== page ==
life and death in one hour.

tiny book #1, ca. 2000 – 2006 // photographed by pan ellington.

i first wrote this line on the very first page of the very first tiny notebook i ever carried. begun years ago, the specific number of which i will forgo mentioning here. it was one of those lines that tend to pop into the mind of writers, seemingly out of nowhere, not related to or brought on by anything in particular, or so i thought at the time. i’d written it down for no other reason other than the fact that it sounded cool. and because it sounded like the truth to me. i see now that it more than sounded.

ordinary friday afternoon. i’m in third grade, preparing for our weekly jaunt down the hallway and around the bend to the music room for mrs. jennings’ class. which was at two, school let out at two-thirty, our teacher always had us get our bookbags ready to go home beforehand. i happened to glance out the window as i gathered my things and saw that harry’s van was parked outside.

“he’s a half hour early,” i remember thinking. “weird.”

and then. over the intercom. the school secretary’s voice,

“mandy young, please report to sister mary’s office.”

sister mary was the principal, so no surprise when a couple of classmates teased over my shoulder,

“ooh. busted.”

i walked the short distance from my classroom down the hall to the school office and remember the feeling of the secretary’s hand on the back of my shoulder, on the green plaid strap of my jumper, gently guiding the way.

ordinary sunday afternoon, this one marking the end of a local civic light opera run, one of the few back then i hadn’t worked. i’d shown up to work strike–dismantling rented scenery and set pieces after the last performance, then loading it back onto the truck. i’d taken a load off in the cage in front of the rails to peruse the show program, on the ogle prowl for cute chorus girls.

ordinary late night, riding an mta bus east on western, having decided “fuck it” after waiting too long for the train at willowbrook station. i was zoning out, people watching, grateful to be past usc, probably just ten minutes or so from home in ktown. we all might have seen it at once, a crowd of people spilling out onto the sidewalk and into the street. and then the bus slowed. and then the bus stopped.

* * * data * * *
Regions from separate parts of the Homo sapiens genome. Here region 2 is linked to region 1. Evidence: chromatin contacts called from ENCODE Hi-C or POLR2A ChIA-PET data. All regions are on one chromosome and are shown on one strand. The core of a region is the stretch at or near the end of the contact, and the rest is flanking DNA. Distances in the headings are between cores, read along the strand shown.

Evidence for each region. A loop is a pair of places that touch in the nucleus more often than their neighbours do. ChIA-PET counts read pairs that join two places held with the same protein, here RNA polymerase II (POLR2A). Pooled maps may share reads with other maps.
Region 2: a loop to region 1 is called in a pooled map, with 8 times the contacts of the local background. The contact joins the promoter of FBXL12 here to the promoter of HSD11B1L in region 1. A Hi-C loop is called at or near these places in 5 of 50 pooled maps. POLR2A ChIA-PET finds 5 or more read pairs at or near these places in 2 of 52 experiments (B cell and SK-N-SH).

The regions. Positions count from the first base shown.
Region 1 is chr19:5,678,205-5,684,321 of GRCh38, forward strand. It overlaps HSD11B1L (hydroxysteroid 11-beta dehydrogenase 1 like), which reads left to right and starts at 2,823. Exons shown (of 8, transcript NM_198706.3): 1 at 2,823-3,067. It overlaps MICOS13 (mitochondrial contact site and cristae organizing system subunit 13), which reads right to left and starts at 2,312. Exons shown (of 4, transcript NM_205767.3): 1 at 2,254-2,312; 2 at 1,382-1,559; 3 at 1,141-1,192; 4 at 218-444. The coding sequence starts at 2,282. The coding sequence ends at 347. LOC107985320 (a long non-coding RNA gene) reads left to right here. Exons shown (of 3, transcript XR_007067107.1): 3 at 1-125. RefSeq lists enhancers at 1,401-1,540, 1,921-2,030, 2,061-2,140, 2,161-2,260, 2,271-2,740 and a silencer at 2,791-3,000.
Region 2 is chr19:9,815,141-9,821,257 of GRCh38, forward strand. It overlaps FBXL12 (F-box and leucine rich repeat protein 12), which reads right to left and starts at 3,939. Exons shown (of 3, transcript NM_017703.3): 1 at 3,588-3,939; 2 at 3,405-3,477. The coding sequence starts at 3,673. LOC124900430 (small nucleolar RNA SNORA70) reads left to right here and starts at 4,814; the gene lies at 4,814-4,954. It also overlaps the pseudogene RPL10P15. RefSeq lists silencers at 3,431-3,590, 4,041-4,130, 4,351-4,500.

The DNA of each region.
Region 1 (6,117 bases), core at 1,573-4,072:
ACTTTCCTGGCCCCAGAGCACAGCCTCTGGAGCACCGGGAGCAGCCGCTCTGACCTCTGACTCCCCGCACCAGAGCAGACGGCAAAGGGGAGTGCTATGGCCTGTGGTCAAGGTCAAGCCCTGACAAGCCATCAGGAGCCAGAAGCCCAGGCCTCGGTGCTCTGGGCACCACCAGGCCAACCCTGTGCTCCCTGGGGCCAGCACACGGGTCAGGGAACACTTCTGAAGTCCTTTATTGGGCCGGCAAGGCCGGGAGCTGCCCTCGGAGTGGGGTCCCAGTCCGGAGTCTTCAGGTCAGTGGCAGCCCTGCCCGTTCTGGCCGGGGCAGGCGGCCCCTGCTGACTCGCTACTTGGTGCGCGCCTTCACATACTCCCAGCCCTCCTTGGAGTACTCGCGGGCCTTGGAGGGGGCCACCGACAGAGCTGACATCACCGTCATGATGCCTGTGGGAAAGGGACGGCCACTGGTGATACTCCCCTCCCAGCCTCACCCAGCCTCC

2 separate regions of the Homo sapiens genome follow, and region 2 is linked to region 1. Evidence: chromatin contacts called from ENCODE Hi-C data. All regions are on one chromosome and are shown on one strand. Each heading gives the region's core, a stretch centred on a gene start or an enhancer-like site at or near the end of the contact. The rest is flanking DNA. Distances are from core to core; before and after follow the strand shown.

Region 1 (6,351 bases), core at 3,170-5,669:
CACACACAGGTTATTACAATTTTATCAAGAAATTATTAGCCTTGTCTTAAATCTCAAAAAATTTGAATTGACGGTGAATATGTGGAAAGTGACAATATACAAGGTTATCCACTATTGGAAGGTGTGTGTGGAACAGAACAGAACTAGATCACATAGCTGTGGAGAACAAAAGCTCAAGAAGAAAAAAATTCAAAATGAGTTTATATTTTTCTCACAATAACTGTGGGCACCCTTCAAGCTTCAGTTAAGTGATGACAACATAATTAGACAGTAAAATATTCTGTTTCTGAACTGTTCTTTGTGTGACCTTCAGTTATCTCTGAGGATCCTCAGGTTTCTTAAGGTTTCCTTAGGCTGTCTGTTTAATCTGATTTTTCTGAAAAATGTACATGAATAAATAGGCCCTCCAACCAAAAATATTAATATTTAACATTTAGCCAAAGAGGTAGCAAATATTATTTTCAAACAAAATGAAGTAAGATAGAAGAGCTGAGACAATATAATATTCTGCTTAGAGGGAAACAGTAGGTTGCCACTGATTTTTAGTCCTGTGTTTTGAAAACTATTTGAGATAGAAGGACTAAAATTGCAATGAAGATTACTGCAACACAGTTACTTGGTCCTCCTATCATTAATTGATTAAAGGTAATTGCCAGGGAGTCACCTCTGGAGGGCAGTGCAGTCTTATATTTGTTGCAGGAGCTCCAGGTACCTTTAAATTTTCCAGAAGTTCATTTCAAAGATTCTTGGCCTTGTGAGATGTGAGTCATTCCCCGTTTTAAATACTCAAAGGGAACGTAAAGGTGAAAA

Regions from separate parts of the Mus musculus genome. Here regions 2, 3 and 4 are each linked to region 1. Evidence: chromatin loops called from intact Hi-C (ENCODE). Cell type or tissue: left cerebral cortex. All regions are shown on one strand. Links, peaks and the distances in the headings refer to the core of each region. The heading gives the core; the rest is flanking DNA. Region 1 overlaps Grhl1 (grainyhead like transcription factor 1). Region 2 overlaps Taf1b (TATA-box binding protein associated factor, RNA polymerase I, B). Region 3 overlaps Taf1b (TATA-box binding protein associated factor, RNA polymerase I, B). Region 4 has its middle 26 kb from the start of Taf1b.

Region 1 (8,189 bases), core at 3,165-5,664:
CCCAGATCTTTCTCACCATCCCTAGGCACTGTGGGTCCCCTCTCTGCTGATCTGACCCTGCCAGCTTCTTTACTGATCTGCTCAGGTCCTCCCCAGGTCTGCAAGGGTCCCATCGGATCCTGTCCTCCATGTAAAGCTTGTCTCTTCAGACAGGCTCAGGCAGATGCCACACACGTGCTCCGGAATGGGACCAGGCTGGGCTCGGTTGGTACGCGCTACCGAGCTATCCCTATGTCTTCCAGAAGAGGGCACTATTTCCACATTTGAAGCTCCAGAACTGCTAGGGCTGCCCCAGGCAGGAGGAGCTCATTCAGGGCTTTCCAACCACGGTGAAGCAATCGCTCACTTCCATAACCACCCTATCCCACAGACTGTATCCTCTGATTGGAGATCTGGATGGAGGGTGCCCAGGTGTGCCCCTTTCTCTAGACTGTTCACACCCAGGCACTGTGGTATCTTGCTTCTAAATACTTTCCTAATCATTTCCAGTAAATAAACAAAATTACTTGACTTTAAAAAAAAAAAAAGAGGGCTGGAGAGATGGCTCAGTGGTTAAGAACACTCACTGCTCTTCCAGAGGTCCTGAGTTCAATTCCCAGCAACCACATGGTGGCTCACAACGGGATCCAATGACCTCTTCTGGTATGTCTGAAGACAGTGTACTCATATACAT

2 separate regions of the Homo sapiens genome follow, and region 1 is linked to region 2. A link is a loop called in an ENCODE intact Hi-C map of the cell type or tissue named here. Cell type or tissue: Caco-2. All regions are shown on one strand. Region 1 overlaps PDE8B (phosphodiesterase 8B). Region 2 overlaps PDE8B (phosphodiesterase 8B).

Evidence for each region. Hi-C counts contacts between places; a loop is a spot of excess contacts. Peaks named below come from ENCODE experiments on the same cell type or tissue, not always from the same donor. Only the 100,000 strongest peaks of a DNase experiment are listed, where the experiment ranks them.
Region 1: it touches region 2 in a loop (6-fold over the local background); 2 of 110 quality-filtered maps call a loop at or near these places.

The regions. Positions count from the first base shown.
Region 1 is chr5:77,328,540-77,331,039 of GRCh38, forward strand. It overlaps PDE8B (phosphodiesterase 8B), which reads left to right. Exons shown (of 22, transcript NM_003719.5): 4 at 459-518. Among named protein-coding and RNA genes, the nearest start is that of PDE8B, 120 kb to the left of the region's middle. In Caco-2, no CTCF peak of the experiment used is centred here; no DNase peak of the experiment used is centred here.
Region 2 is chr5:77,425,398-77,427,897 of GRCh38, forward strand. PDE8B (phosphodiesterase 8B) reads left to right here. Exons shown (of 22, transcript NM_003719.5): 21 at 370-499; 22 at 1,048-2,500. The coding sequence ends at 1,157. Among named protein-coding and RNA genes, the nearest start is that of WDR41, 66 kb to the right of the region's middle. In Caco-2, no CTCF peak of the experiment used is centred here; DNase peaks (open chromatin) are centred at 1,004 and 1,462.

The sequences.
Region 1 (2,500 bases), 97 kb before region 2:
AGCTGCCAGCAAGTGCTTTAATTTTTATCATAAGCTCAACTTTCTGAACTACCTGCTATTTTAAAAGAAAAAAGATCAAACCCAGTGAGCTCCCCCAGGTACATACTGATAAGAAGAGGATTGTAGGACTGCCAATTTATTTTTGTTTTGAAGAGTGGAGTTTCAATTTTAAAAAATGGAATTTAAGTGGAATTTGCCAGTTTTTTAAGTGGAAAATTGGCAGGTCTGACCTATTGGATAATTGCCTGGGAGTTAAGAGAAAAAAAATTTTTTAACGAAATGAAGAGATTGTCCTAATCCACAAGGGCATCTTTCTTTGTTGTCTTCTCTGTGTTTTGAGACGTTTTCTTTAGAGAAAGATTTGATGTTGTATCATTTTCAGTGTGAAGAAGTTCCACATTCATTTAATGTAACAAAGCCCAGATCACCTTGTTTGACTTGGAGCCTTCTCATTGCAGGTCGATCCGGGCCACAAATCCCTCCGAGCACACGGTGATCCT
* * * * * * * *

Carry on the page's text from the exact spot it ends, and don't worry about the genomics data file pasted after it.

ordinary sunday morning, woken slowly, puttering around, sipping coffee while waiting for my toast to pop when i checked my messages, “call me as soon as you get this.” variations on the same theme from more than one of my friends.

ordinary saturday morning. fallen asleep on the couch, i’d woke just after three and stretched myself up off the couch, stumbling off towards the bathroom.

rainy wednesday night. i’d shown up thinking it’d be a class, a seminar sort of thing in which they’d tell you what to put where and send you on your way, just the first step on a path made of many, then left knowing it was done, that it would be filed in two days, that there would be no court fees for me. my god. what?

i looked down at the time on the schedule. five minutes, the next bus forty-five later. oh, fuck. i don’t know the neighborhood, street names, which way is which, and the rain just makes it worse. with the way the ac’s been running i have no fucking time to spare.

rain is pouring down in sheets and i can’t see anything. across the street. yeah, that sign ain’t a bus stop. and there it is, my fucking number across the way, at the light about to turn green across my way. forty-five fucking minutes, there’s no way i’m missing this bus.

i wait for a break in traffic and don’t bother waving. there’s the break and i’m out in the street. and then. out of the darkness, parting falling sheets of water, this car. that stops short just in time. i know it’s close, too close. but i just have to get to this bus. and i do. and when i’m aboard i think to myself out loud,

“life and death in one hour.”

flashes, one right after the other.

finding elizabeth gone. life and death in one hour.

the news told to me that break had died the night before at nocturnal wonderland. the towers would fall the following week. life and death in one hour.

the driver screaming, “HIT THE DECK!!” before the big guns opened up on each other and the driver peeled out the tires on western. life and death in one hour.

opening the program for chorus girls and finding instead those words: dedicated to the memory of marc munoz. life and death in one hour.

walking into sister mary’s office, seeing harry, and hearing his words, “your mother’s died.” life and death in one hour.

the haunting nature of the words i never said.

i stepped out into the still falling sheets, ‘brella down, i tilt my head back and wept.


and then laugh my way up to the platform to wait for the richmond train home.

a not so ordinary wednesday morning when the phone rings.

“fuck. it’s the judge.”

we’d been playing phone tag the past few. i’d missed one of the signatures. i’d gone in expecting it’d be just another step out of, not many, at the very least, a few. i walked out, though, and it was done. three orders in my hands that said it was done, decreed it done. life and death in one hour.

decree, 10 april 2019 // photographed by pan ellington.

i stepped out into the sun that day, the hour still morning, holding myself from my want– to share this with them right away, them in my home waiting for my return, well nested in my heart, from that first glance i saw of them across shattuck.

those flashes, those hours propelling me forward, out of the blue and into the pink. knowing again that death is no end. that they all are a part of me now as i begin writing something new.

#amwriting // photographed by pan ellington.

comments below.

This site uses Akismet to reduce spam. Learn how your comment data is processed.